float confidence = label.getConfidence();

                                new OnFailureListener() {
                                    public void onFailure(@NonNull Exception e) {
                                        Log.d("TAG", "onFailure" + e);


    protected void onCreate(@Nullable Bundle savedInstanceState) {
        cameraProviderFuture = ProcessCameraProvider.getInstance(this);

        PreviewView previewView = findViewById(;

        cameraProviderFuture.addListener(() -> {
            try {
                ProcessCameraProvider cameraProvider = cameraProviderFuture.get();
            } catch (ExecutionException | InterruptedException e) {}
        }, ContextCompat.getMainExecutor(this));


    void bindPreview(@NonNull ProcessCameraProvider cameraProvider) {

        PreviewView previewView = findViewById(;

        Preview preview = new Preview.Builder()

        CameraSelector cameraSelector = new CameraSelector.Builder()


        ImageAnalysis imageAnalysis =
                new ImageAnalysis.Builder()
                        .setTargetResolution(new Size(1280,720))
        imageAnalysis.setAnalyzer(ContextCompat.getMainExecutor(this), new YourAnalyzer());

        Camera camera = cameraProvider.bindToLifecycle((LifecycleOwner)this, cameraSelector, preview, imageAnalysis);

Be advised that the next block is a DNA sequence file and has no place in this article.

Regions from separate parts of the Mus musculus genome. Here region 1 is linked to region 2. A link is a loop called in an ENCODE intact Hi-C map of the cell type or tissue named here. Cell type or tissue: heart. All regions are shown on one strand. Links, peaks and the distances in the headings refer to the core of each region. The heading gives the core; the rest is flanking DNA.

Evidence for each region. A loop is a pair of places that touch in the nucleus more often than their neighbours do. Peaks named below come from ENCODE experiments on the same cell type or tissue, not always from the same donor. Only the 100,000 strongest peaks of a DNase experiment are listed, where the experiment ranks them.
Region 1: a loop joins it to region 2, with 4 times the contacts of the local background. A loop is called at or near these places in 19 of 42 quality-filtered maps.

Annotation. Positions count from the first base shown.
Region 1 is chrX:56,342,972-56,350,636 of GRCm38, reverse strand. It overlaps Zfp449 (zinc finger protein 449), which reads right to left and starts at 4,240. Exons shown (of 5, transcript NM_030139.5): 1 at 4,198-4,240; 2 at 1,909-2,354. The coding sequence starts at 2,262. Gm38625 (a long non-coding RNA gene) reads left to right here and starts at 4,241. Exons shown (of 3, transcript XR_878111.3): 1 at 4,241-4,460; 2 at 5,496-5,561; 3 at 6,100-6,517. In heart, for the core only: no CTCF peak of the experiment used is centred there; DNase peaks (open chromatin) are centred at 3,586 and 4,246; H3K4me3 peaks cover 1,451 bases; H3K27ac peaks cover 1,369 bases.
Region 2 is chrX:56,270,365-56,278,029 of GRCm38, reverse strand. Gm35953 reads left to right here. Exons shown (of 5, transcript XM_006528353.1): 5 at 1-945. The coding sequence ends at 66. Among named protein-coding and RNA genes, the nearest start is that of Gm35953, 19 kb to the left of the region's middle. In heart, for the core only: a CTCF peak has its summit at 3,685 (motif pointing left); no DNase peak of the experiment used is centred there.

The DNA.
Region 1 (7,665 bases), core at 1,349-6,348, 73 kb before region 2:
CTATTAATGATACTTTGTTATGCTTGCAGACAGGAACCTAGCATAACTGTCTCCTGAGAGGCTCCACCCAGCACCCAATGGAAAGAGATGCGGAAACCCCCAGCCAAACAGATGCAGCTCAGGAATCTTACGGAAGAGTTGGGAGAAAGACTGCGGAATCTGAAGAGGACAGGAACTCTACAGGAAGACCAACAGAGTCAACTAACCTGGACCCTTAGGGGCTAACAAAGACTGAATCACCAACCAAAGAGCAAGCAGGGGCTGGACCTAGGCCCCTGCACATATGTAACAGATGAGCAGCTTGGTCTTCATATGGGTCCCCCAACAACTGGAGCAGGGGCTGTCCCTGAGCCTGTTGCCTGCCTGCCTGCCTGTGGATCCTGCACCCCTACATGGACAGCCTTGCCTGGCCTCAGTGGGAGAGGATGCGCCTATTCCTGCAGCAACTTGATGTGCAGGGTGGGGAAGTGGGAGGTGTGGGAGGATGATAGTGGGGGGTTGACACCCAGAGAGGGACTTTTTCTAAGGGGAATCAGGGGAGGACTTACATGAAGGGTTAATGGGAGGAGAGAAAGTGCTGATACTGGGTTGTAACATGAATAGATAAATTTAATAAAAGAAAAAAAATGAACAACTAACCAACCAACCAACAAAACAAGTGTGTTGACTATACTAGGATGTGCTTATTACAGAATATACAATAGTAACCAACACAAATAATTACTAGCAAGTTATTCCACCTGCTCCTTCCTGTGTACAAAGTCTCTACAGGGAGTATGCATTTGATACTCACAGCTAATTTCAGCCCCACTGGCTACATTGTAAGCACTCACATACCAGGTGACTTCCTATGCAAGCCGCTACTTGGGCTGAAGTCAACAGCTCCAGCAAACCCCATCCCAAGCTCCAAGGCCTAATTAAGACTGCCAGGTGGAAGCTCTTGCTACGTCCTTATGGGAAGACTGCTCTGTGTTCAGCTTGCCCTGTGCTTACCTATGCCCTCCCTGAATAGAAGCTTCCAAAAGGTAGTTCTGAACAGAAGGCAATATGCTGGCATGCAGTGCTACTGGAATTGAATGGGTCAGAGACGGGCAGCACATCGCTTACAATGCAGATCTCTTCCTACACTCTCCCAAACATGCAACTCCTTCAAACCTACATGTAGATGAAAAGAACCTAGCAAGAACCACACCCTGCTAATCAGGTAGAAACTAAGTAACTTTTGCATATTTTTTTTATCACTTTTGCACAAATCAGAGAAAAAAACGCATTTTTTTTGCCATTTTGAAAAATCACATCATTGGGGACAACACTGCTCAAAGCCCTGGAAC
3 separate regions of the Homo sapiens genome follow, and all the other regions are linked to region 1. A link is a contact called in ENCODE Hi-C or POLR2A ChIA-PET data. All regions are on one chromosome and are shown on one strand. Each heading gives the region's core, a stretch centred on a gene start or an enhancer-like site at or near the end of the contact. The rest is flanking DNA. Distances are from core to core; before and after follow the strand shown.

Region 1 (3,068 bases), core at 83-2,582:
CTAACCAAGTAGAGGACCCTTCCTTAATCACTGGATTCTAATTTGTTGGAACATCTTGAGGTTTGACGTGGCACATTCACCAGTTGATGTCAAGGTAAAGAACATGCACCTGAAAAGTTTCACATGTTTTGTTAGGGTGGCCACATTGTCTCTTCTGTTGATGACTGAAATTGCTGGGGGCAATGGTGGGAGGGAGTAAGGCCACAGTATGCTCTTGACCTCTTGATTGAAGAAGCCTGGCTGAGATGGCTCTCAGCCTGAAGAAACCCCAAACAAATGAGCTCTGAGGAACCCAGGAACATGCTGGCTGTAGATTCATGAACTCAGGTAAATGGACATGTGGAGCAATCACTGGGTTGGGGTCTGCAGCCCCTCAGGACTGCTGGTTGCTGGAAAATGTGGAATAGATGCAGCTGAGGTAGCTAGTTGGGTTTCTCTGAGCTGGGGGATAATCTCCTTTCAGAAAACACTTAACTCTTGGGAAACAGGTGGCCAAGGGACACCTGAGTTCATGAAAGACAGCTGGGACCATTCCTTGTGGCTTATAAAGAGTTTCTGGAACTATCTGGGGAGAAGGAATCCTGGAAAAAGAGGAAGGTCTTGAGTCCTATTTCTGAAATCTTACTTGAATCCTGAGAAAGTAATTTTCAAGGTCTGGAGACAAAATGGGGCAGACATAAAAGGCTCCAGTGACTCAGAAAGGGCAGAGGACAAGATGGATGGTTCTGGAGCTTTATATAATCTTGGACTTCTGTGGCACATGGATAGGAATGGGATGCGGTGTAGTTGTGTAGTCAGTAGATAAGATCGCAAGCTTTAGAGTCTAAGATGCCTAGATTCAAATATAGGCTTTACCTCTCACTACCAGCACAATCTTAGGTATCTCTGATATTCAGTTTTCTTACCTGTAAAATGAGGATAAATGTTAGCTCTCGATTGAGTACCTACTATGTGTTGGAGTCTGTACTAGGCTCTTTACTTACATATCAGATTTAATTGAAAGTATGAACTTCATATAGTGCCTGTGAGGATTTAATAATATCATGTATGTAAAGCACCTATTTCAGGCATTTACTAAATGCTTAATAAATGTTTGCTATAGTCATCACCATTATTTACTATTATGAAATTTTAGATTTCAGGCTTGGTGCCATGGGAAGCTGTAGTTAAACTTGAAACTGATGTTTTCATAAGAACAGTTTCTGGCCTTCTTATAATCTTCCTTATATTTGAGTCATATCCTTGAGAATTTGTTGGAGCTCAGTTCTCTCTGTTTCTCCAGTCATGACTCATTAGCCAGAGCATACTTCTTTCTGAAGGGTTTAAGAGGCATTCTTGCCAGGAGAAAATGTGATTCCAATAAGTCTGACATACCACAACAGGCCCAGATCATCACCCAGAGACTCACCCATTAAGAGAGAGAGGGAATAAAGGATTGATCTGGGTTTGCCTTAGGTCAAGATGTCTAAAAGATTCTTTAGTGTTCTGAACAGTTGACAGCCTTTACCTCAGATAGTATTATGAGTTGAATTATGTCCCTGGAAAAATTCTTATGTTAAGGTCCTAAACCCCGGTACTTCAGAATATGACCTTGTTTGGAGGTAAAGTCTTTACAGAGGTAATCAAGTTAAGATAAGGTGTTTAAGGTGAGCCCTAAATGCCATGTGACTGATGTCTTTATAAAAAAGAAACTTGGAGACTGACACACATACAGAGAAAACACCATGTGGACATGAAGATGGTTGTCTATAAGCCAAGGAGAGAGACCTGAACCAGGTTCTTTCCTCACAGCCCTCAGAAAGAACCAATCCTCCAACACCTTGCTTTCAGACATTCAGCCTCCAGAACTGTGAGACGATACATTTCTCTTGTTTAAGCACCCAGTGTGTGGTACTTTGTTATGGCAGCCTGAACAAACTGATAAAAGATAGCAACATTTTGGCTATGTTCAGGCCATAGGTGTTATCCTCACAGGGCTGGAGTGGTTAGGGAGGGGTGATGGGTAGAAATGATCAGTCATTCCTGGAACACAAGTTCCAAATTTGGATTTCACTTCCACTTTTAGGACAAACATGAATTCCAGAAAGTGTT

If any sort of visual example is required to understand what the intended effect should result in, Here it is included in the following image.

enter image description here

UPDATE [April 11, 2021]: After I attempted to debug by Log.d(..)ing the OnSuccess method in order to determine the return object list size, the AS console had printed D/TAG: onSuccess0 upwards of up to 30 times within a couple seconds of running the application. Would this mean that the application is not detecting any objects? This has bugged me since I had followed the documentation exactly.

UPDATE [MAY 1, 2021]: The line DetectedObject[] results = new DetectedObject[0]; was deleted from the onSuccess method.

for (DetectedObject detectedObject : results) now uses “detectedObjects” instead of “results” to reflect code present within the documentation. However, onSuccess is still logging D/TAG: onSuccess0, which further increases questions on why the method isn’t acquiring any data whatsoever.


According to the this minimalized version of the Google ML Kit sample app provided courtesy of @Steven, I was able to resolve this issue by implementing a lambda expression and minimizing the code like so;

                        .addOnSuccessListener(detectedObjects -> {
                            Log.d("TAG", "onSuccess" + detectedObjects.size());
                        .addOnFailureListener(e -> Log.e("TAG", e.getLocalizedMessage()))
                        .addOnCompleteListener(result -> imageProxy.close());

Upon running the program after making this change, the application launched successfully and my logcat printed out D/TAG: onSuccess1 signifying that an object has indeed been detected!

However, I do want to add that such a subtle difference in writing the code has me wondering what exactly the difference caused. If anybody could clear up why this code had worked as opposed to what I had posted in the OP, I would greatly appreciate the explanation.